Saturday, 3 September 2011

....but it's not yet over

If you have ever seen the Where's Wally books and pictures (or Where's Waldo if you are in the States) you may appreciate this photo. Take a look carefully; can you see both Ruach and me hidden in this photo? It is a shot of the pontoon at Campbeltown taken from a webcam, For a clue - I'm waving at the cam.

While I was on the pontoon at Campbeltown I met two brothers, both in their late 70's who were sailing their Folkboat from Ardrishaig, Loch Fyne to Ireland for a holiday. I hope when I'm in my 70's I'll still have the dream, desire and vitality to carry out such trips. I shared a brew and a 'blether' aboard their boat before they set off for the South. Does this count as another boat visited on this trip?
I also met a nice couple and their three lively boys who had sailed up from the Isle of Man in their Westerly Centaur.
These 'exotic' places now seem all the nearer since I have begun this journey.

Although I'm now back in the Clyde the trip isn't quite over. I'm about 40 miles South of the line level with where where I started this trip from and I'm dragging these last few miles out as long as I can :-)

A good while ago I'd promised one of my friends at Otter Ferry in Loch Fyne that some day I would pay him an aquatic visit. It's just over a year since we based Ruach in the marina at Largs and in this time I have not managed to fulfil this promise so, as I had a few days to spare before needed to get back to my employment, I thought I would take the opportunity. I had a further reason for heading up Loch Fyne, this was an invite from the owners of a Cornish Shrimper to come and have sail in company. So it was settled, I would head North.

Campbeltown to Tarbert with views of the Isle of Arran

I left it to the weather to decide which route I would take to get there. If the wind outside Campbeltown Loch was direct from the North I would head East round the bottom of Arran and up the Clyde, or if the wind was from any other direction I'd head North up the Kilbrannan Sound. As it turns out the wind was almost non-existent so I headed North towards Loch Ranza. During the early part of this passage the winds came from just about any direction they could think of, but finally decided to settle on being mainly from the North West. So after a faltering start I made good progress up the Sound, so much so that I decided to extend my passage beyond Loch Ranza and instead headed for Tarbert.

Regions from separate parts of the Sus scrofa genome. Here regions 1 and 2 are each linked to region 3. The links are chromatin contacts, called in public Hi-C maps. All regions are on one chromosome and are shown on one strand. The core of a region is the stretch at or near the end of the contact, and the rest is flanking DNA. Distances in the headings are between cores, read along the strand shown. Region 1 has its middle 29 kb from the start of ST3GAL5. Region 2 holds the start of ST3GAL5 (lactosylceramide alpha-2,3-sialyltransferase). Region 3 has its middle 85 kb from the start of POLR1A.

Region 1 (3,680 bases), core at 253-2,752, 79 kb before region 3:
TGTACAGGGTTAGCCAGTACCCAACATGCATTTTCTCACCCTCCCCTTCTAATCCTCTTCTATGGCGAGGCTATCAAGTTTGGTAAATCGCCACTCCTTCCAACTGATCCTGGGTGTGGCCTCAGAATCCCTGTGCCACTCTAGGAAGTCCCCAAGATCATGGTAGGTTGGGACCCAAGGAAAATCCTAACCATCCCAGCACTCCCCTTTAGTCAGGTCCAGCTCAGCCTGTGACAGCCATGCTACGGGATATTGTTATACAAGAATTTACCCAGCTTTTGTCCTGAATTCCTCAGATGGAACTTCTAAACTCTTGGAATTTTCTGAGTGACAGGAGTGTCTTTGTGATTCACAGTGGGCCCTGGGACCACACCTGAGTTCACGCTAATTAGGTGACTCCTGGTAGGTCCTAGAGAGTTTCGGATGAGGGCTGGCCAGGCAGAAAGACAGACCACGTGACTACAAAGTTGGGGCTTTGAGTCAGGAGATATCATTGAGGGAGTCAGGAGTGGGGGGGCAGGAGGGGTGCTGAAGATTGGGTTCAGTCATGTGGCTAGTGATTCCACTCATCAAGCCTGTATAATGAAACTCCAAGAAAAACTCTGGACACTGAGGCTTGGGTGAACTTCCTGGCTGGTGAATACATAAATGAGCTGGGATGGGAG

Tarbert Marina

Tarbert North Shore

Tarbert South Shore

Restored, rebuild traditional boats at Tarbert

 When I left Tarbert I had to manoeuvre around an in-bound inflatable boat. When I looked back I saw I was being chased by the same boat. Oops, what had I done now?
It turns out nothing! The occupants of the boat had seen the graphics emblazoned on Ruach's hull and one of the occupants of the inflatable turned out to be one of the regional managers of Alzscot, one of the two charities I'm raising funds for on this trip.

The wind was quite strong, gusting force five, but coming directly from the stern again, so I was able to carry full mainsail and jib for this down hill thrash towards Otter Ferry. The wind being so strong I decided it was safer to tack through around 340 degrees rather than gybe the mainsail.

As I approached Otter Ferry I was careful to keep to the buoyed channel rather than taking the risky short-cut across the tip of Otter spit.

As I turned towards the moorings I spied Cornish Shrimper 377 ELSKA heading my way. After pirouetting around each other for a short while I was invited by Jim & Ann to share a meal later that evening at the Oystercatcher.....
        ....and very nice it was too. 

The Oystercatcher at Otter Ferry

The following morning I sauntered up the hill to meet my mate & fellow engineer Bob in the old School house before setting off back down Loch Fyne to another of my favorite anchorages in Asgog Bay. But more of that next time.

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Catch you next time.

David H.